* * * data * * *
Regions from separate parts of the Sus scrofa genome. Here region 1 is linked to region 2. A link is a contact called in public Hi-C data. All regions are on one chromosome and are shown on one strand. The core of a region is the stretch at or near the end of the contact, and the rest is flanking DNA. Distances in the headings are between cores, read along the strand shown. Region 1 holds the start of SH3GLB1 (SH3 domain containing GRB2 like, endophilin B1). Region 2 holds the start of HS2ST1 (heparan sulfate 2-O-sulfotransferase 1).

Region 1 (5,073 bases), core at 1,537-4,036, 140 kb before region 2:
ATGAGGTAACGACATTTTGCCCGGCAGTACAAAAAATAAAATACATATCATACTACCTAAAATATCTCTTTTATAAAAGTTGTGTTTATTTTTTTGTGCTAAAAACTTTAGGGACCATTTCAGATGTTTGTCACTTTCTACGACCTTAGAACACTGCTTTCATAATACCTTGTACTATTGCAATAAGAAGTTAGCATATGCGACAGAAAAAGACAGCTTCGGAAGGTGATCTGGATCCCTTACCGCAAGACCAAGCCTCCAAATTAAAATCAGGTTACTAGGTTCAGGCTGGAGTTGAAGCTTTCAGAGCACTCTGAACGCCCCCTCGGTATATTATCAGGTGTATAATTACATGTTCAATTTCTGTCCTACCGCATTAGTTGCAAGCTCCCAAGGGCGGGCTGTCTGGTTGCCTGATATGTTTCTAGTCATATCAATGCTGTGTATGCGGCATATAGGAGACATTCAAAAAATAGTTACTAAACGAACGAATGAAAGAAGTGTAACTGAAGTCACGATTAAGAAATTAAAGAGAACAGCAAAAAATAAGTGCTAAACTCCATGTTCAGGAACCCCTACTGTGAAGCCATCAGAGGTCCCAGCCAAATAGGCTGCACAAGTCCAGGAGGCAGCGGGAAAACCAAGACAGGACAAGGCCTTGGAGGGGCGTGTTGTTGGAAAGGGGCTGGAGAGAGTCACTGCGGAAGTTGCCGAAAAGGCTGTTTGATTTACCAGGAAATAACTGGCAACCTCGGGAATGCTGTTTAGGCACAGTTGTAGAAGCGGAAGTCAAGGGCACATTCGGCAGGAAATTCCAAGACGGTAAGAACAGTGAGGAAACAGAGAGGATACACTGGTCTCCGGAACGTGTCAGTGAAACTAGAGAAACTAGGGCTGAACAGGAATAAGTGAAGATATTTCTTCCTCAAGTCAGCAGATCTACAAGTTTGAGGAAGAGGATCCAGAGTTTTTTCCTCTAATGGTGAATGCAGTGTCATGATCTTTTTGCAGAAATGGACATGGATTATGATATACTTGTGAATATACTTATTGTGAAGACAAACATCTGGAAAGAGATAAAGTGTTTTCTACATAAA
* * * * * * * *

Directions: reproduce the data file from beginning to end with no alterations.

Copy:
Regions from separate parts of the Sus scrofa genome. Here region 1 is linked to region 2. A link is a contact called in public Hi-C data. All regions are on one chromosome and are shown on one strand. The core of a region is the stretch at or near the end of the contact, and the rest is flanking DNA. Distances in the headings are between cores, read along the strand shown. Region 1 holds the start of SH3GLB1 (SH3 domain containing GRB2 like, endophilin B1). Region 2 holds the start of HS2ST1 (heparan sulfate 2-O-sulfotransferase 1).

Region 1 (5,073 bases), core at 1,537-4,036, 140 kb before region 2:
ATGAGGTAACGACATTTTGCCCGGCAGTACAAAAAATAAAATACATATCATACTACCTAAAATATCTCTTTTATAAAAGTTGTGTTTATTTTTTTGTGCTAAAAACTTTAGGGACCATTTCAGATGTTTGTCACTTTCTACGACCTTAGAACACTGCTTTCATAATACCTTGTACTATTGCAATAAGAAGTTAGCATATGCGACAGAAAAAGACAGCTTCGGAAGGTGATCTGGATCCCTTACCGCAAGACCAAGCCTCCAAATTAAAATCAGGTTACTAGGTTCAGGCTGGAGTTGAAGCTTTCAGAGCACTCTGAACGCCCCCTCGGTATATTATCAGGTGTATAATTACATGTTCAATTTCTGTCCTACCGCATTAGTTGCAAGCTCCCAAGGGCGGGCTGTCTGGTTGCCTGATATGTTTCTAGTCATATCAATGCTGTGTATGCGGCATATAGGAGACATTCAAAAAATAGTTACTAAACGAACGAATGAAAGAAGTGTAACTGAAGTCACGATTAAGAAATTAAAGAGAACAGCAAAAAATAAGTGCTAAACTCCATGTTCAGGAACCCCTACTGTGAAGCCATCAGAGGTCCCAGCCAAATAGGCTGCACAAGTCCAGGAGGCAGCGGGAAAACCAAGACAGGACAAGGCCTTGGAGGGGCGTGTTGTTGGAAAGGGGCTGGAGAGAGTCACTGCGGAAGTTGCCGAAAAGGCTGTTTGATTTACCAGGAAATAACTGGCAACCTCGGGAATGCTGTTTAGGCACAGTTGTAGAAGCGGAAGTCAAGGGCACATTCGGCAGGAAATTCCAAGACGGTAAGAACAGTGAGGAAACAGAGAGGATACACTGGTCTCCGGAACGTGTCAGTGAAACTAGAGAAACTAGGGCTGAACAGGAATAAGTGAAGATATTTCTTCCTCAAGTCAGCAGATCTACAAGTTTGAGGAAGAGGATCCAGAGTTTTTTCCTCTAATGGTGAATGCAGTGTCATGATCTTTTTGCAGAAATGGACATGGATTATGATATACTTGTGAATATACTTATTGTGAAGACAAACATCTGGAAAGAGATAAAGTGTTTTCTACATAAA